SSI is a substantial program. It costs the federal government over $50 billion dollars a year to cover nearly 7 million adults and 1.3 million children. To put this in perspective, the federal food stamp program, SNAP, costs about $80 billion. NASA’s budget is $17 billion.
“This has become the new welfare,’’ MIT economics professor David Autor told the Boston Globe in 2010.
Unlike Social Security Disability Insurance, SSI doesn’t require you to have paid into the system before you collect benefits. The decision is based entirely on your medical status and need. Just the children’s share of SSI is roughly $10 billion.
It’s here where the controversy erupts.
Critics argue that the system tempts parents into getting their children diagnosed with a disability just to collect the welfare. In 2010, the Globe profiled parents who believed that their children had better shot of qualifying for SSI if they were on prescription medication.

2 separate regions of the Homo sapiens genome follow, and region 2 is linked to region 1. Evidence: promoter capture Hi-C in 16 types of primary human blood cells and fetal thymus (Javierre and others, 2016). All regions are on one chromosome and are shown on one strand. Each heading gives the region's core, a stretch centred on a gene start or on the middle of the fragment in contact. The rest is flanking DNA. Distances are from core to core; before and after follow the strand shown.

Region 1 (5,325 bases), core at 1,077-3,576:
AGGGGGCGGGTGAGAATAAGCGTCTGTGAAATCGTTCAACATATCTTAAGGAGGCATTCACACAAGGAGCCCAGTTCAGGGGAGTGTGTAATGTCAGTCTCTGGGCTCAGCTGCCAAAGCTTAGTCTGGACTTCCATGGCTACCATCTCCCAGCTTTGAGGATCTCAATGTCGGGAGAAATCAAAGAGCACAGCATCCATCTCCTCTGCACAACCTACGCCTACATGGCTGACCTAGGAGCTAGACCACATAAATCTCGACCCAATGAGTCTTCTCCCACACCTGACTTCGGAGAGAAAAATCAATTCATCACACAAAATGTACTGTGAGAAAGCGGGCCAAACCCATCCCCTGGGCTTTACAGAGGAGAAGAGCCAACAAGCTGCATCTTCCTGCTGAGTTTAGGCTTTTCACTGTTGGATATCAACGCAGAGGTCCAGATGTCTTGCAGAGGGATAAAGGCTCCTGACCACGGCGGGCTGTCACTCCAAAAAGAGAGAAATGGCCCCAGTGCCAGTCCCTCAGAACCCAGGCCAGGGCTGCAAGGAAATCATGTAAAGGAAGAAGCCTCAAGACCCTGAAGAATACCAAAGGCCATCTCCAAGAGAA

In a 2012 New York Times column, Nick Kristof warned of parents taking their children out of literacy classes in order to keep their SSI benefit. “Moms and dads fear that if kids learn to read, they are less likely to qualify for a monthly check for having an intellectual disability,” he wrote.
Until recently, though, research has been sparse on the effects of SSI on parents and children.
Last month, Manasi Deshpande, a doctoral student at MIT, released drafts of two studies that tackle important questions about how SSI impacts people’s decisions to work. How do children and their parents respond when welfare is taken away? Do they work more? Are they even able to work more?